Not a guy you'd expect fighting in a steel cage

  • Published
  • By Tech. Sgt. JT May III
  • 92nd Air Refueling Wing Public Affairs
Imagine being locked in a steel-caged ring with an opponent who has been trained to inflict punishment every chance he can for a Mixed Martial Arts fight. The fight is scheduled to last a total of nine minutes or simply three rounds. There are three ways to exit before the time expires; knockout, submission or someone stopping the fight.

This is a typical evening for Senior Airman Andrew Lawrence, 66th Training Squadron, water survival instructor.

At first glance of this 5'4, 135-pound Airman you immediately don't think MMA fighter. He's mild-mannered by nature and probably one of the nicest guys you'll meet, but make no mistake he's a proven warrior in the ring who holds a record of five wins and two losses.

"He's an exceptional leader who has the willingness to accept any tasks assigned to him," said Staff Sgt. Michael Pole, 66th Training Squadron, water survival instructor. He's the first one to work and last one to leave."

The Placerville, Calif, native wrestled in high school and always had a passion for physical sports that offered creative outlets.

The urge to start mixed martial arts started three years ago, when he went through Survival Evasion Resistance Escape instructor training as a student. During his training, he was taught the level one and two combative courses.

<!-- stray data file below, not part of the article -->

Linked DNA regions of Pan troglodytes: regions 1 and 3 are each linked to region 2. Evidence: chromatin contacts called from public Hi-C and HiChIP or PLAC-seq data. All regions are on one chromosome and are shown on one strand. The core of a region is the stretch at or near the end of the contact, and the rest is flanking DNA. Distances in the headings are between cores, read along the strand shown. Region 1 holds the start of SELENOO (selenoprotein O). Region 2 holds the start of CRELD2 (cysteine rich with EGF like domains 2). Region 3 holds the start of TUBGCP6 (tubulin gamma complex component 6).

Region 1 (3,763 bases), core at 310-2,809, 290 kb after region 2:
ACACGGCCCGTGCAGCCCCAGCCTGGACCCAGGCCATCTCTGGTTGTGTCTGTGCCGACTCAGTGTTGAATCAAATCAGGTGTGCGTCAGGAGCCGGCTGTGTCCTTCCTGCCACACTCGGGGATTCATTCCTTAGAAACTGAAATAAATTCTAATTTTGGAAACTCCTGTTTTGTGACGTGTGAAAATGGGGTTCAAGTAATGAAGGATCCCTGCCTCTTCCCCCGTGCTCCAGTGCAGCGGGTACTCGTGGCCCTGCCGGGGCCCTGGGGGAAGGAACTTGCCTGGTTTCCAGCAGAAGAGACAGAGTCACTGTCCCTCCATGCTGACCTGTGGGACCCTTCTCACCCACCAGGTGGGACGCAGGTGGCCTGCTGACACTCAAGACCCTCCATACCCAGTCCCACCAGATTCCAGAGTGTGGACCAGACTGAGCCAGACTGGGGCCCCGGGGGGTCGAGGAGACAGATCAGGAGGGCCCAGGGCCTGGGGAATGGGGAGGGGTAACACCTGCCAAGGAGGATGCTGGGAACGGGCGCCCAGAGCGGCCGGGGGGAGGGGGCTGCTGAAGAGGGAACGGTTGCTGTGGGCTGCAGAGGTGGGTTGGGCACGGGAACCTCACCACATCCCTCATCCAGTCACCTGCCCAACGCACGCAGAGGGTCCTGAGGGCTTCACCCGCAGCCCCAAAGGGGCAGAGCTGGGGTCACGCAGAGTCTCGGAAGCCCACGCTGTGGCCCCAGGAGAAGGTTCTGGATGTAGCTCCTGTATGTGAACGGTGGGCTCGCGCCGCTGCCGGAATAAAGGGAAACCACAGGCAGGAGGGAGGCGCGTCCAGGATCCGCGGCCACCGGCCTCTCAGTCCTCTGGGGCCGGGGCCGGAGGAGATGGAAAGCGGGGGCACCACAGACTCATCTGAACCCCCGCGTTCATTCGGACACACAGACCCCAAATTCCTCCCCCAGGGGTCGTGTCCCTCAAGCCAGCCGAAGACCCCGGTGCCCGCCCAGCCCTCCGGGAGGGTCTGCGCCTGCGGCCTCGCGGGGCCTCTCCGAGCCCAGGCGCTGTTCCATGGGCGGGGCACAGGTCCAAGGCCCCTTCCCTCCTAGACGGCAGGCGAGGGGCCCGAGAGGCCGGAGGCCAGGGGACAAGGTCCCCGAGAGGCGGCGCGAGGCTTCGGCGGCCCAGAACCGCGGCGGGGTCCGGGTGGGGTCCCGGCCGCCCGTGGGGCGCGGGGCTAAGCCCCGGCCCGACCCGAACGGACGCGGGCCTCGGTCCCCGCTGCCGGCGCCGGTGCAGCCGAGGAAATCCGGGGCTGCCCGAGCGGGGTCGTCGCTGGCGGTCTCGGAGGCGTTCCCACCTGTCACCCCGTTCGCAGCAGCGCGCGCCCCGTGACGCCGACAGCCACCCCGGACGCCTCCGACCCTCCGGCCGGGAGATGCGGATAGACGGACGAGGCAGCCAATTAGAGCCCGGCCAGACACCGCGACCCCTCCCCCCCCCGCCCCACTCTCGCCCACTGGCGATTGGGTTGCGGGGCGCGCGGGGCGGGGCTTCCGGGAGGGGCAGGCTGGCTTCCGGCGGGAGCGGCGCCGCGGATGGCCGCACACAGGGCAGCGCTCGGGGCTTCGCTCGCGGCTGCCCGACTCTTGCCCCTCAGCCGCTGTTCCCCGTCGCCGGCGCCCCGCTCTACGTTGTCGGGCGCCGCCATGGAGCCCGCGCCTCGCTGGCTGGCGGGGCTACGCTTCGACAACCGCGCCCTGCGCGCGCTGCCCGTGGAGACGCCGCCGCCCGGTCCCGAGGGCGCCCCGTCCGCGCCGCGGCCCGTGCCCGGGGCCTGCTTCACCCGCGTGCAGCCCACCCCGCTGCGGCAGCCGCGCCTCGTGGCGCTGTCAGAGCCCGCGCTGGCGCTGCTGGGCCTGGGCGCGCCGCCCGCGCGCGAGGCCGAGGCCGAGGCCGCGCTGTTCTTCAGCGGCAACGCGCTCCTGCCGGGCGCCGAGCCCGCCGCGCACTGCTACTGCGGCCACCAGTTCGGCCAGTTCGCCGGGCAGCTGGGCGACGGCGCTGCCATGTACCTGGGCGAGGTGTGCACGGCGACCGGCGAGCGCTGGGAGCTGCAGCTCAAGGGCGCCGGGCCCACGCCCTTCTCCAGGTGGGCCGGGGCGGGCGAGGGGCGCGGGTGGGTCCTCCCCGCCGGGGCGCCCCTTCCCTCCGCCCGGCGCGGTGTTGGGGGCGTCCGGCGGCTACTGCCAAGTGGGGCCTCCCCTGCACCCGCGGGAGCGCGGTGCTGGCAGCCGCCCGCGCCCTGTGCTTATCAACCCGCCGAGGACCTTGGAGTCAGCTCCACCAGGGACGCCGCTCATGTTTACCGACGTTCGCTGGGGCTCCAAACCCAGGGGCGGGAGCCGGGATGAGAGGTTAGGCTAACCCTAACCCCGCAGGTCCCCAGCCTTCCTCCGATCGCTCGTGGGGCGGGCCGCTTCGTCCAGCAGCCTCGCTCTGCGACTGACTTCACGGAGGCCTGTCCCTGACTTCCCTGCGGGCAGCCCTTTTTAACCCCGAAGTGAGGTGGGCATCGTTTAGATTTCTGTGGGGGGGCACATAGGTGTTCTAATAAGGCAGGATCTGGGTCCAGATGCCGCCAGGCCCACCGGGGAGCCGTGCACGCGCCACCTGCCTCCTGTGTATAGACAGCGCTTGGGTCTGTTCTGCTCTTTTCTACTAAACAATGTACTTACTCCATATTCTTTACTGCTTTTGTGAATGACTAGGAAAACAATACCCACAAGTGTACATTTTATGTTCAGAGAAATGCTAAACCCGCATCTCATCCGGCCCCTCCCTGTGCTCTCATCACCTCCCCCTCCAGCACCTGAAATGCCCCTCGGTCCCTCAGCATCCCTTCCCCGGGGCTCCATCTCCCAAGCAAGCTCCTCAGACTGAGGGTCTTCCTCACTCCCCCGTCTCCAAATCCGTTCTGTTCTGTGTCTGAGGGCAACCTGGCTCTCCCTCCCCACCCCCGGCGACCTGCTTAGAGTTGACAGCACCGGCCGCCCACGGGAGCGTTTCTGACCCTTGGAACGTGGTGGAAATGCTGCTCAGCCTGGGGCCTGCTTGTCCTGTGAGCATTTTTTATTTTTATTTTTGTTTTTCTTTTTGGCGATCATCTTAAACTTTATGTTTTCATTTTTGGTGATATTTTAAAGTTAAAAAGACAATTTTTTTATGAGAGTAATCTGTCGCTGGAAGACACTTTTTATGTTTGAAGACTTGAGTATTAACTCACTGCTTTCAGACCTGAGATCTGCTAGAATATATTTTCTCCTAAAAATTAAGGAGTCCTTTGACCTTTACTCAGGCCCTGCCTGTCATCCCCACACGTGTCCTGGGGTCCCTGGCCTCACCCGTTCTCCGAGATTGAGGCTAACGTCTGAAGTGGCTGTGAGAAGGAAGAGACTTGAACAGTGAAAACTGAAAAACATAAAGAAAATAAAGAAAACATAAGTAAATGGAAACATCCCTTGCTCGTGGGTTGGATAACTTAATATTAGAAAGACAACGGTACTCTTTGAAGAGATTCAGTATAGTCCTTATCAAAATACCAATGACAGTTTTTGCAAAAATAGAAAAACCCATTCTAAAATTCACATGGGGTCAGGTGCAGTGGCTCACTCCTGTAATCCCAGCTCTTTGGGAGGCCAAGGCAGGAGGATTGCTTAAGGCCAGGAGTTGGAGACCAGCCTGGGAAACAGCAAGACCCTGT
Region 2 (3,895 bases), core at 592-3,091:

Even though it was not pure wrestling, he liked the challenge of mixing strikes and kicks.

Airman Lawrence's aptitude for mixed martial arts caught the attention of other SERE Specialists who thought it would be a great idea to pursue further involvement.

On a normal day he starts training in the gym at 4:30 a.m. He begins his cardio workouts, which last an hour and consist of hill running and sprinting exercises to name a few. After the cardio portion, he jumps in the base pool and swims the width of the pool for 30 minutes, with every other lap underwater.

Once this is done, he practices his strikes and kicks on a punching bag for 30 to 40 minutes.

Airman Lawrence is dedicated to training and believes that you get out what you put in.

He also finds time to volunteer as a wrestling coach at a local high school affording him the opportunity to give back to students.

Airman Lawrence will continue to fight in the future because he loves the "mano-a-mano" challenge and says it's a great way to foster camaraderie in his shop because everyone loves to come to his fight to support him and cheer him on.

"Takes a certain kind of individual to get in the ring," said Airman Lawrence. "Nobody likes to get punched in the face that just sucks."